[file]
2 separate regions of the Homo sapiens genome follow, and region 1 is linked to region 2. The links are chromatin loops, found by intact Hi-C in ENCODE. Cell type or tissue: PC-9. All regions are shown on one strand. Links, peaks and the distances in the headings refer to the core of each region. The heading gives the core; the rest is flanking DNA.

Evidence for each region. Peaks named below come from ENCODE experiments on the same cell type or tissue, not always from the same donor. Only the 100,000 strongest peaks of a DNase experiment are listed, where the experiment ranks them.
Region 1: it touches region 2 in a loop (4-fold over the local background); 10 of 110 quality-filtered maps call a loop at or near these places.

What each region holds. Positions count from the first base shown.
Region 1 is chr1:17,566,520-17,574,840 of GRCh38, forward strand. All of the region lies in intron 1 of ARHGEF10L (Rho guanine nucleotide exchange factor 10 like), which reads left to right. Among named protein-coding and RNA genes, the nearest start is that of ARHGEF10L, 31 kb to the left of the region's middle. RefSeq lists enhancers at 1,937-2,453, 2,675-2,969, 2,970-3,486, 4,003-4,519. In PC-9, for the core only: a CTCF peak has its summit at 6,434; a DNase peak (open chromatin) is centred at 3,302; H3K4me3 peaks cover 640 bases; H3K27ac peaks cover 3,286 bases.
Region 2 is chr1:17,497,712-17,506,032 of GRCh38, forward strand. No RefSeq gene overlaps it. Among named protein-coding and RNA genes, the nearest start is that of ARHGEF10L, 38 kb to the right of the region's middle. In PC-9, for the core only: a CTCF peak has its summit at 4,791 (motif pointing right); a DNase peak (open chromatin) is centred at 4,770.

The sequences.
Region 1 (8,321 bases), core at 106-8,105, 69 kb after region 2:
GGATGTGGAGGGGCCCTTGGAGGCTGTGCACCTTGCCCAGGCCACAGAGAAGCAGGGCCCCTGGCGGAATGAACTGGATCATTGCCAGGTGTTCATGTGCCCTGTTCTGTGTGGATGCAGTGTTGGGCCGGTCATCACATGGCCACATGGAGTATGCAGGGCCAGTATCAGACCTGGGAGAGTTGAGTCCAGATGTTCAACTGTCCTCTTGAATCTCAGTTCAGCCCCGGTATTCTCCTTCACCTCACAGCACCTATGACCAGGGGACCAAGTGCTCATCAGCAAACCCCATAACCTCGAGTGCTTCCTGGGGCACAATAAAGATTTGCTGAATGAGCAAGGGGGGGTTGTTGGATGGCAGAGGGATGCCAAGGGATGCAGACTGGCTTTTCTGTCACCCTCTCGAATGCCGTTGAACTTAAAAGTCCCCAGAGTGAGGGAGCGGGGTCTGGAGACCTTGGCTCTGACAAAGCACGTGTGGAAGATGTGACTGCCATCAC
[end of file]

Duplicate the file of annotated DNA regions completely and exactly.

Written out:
2 separate regions of the Homo sapiens genome follow, and region 1 is linked to region 2. The links are chromatin loops, found by intact Hi-C in ENCODE. Cell type or tissue: PC-9. All regions are shown on one strand. Links, peaks and the distances in the headings refer to the core of each region. The heading gives the core; the rest is flanking DNA.

Evidence for each region. Peaks named below come from ENCODE experiments on the same cell type or tissue, not always from the same donor. Only the 100,000 strongest peaks of a DNase experiment are listed, where the experiment ranks them.
Region 1: it touches region 2 in a loop (4-fold over the local background); 10 of 110 quality-filtered maps call a loop at or near these places.

What each region holds. Positions count from the first base shown.
Region 1 is chr1:17,566,520-17,574,840 of GRCh38, forward strand. All of the region lies in intron 1 of ARHGEF10L (Rho guanine nucleotide exchange factor 10 like), which reads left to right. Among named protein-coding and RNA genes, the nearest start is that of ARHGEF10L, 31 kb to the left of the region's middle. RefSeq lists enhancers at 1,937-2,453, 2,675-2,969, 2,970-3,486, 4,003-4,519. In PC-9, for the core only: a CTCF peak has its summit at 6,434; a DNase peak (open chromatin) is centred at 3,302; H3K4me3 peaks cover 640 bases; H3K27ac peaks cover 3,286 bases.
Region 2 is chr1:17,497,712-17,506,032 of GRCh38, forward strand. No RefSeq gene overlaps it. Among named protein-coding and RNA genes, the nearest start is that of ARHGEF10L, 38 kb to the right of the region's middle. In PC-9, for the core only: a CTCF peak has its summit at 4,791 (motif pointing right); a DNase peak (open chromatin) is centred at 4,770.

The sequences.
Region 1 (8,321 bases), core at 106-8,105, 69 kb after region 2:
GGATGTGGAGGGGCCCTTGGAGGCTGTGCACCTTGCCCAGGCCACAGAGAAGCAGGGCCCCTGGCGGAATGAACTGGATCATTGCCAGGTGTTCATGTGCCCTGTTCTGTGTGGATGCAGTGTTGGGCCGGTCATCACATGGCCACATGGAGTATGCAGGGCCAGTATCAGACCTGGGAGAGTTGAGTCCAGATGTTCAACTGTCCTCTTGAATCTCAGTTCAGCCCCGGTATTCTCCTTCACCTCACAGCACCTATGACCAGGGGACCAAGTGCTCATCAGCAAACCCCATAACCTCGAGTGCTTCCTGGGGCACAATAAAGATTTGCTGAATGAGCAAGGGGGGGTTGTTGGATGGCAGAGGGATGCCAAGGGATGCAGACTGGCTTTTCTGTCACCCTCTCGAATGCCGTTGAACTTAAAAGTCCCCAGAGTGAGGGAGCGGGGTCTGGAGACCTTGGCTCTGACAAAGCACGTGTGGAAGATGTGACTGCCATCAC